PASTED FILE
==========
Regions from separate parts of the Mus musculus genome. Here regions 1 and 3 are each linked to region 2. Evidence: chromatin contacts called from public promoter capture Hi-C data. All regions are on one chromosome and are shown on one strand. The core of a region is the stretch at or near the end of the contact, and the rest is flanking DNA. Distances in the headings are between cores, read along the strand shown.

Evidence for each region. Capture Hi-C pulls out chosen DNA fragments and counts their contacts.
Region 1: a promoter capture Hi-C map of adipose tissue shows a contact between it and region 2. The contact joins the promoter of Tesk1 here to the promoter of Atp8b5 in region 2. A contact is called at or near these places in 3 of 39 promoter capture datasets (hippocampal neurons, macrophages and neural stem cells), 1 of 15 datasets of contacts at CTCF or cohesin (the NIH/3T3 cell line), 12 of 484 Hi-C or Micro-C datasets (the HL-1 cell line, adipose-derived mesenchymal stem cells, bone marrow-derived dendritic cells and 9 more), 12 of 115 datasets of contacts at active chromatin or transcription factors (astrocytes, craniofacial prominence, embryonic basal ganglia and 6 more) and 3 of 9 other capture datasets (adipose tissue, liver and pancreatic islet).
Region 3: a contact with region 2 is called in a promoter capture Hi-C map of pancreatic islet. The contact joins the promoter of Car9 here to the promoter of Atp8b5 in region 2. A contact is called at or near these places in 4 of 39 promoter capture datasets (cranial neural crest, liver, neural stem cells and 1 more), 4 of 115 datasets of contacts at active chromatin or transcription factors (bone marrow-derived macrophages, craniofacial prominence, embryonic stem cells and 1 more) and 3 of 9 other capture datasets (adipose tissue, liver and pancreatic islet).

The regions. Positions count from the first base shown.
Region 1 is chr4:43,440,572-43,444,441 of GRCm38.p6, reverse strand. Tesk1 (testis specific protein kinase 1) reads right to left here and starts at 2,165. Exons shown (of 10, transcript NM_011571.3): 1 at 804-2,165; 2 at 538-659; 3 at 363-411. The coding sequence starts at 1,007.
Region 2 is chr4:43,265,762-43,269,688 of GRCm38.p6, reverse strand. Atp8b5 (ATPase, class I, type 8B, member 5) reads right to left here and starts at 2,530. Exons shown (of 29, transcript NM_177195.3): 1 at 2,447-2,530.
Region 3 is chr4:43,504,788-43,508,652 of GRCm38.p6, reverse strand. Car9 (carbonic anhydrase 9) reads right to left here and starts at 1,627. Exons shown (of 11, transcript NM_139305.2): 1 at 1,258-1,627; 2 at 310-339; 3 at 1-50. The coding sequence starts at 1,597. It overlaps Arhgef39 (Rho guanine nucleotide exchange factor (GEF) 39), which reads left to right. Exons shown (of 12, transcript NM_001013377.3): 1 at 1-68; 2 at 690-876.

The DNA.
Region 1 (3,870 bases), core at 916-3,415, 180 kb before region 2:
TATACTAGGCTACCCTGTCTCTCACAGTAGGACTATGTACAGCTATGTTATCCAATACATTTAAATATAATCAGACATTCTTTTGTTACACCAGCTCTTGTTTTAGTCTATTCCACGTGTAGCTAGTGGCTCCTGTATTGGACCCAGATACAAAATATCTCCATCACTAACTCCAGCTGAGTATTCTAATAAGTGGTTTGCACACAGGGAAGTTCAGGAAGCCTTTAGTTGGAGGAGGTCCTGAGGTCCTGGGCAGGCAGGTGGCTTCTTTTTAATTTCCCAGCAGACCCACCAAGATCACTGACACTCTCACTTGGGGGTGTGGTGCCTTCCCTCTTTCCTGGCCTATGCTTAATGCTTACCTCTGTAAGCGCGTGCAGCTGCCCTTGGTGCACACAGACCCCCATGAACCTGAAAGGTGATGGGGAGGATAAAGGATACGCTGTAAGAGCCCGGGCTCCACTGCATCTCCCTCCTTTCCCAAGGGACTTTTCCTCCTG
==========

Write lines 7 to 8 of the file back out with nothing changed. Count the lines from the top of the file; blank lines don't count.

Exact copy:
Region 2 is chr4:43,265,762-43,269,688 of GRCm38.p6, reverse strand. Atp8b5 (ATPase, class I, type 8B, member 5) reads right to left here and starts at 2,530. Exons shown (of 29, transcript NM_177195.3): 1 at 2,447-2,530.
Region 3 is chr4:43,504,788-43,508,652 of GRCm38.p6, reverse strand. Car9 (carbonic anhydrase 9) reads right to left here and starts at 1,627. Exons shown (of 11, transcript NM_139305.2): 1 at 1,258-1,627; 2 at 310-339; 3 at 1-50. The coding sequence starts at 1,597. It overlaps Arhgef39 (Rho guanine nucleotide exchange factor (GEF) 39), which reads left to right. Exons shown (of 12, transcript NM_001013377.3): 1 at 1-68; 2 at 690-876.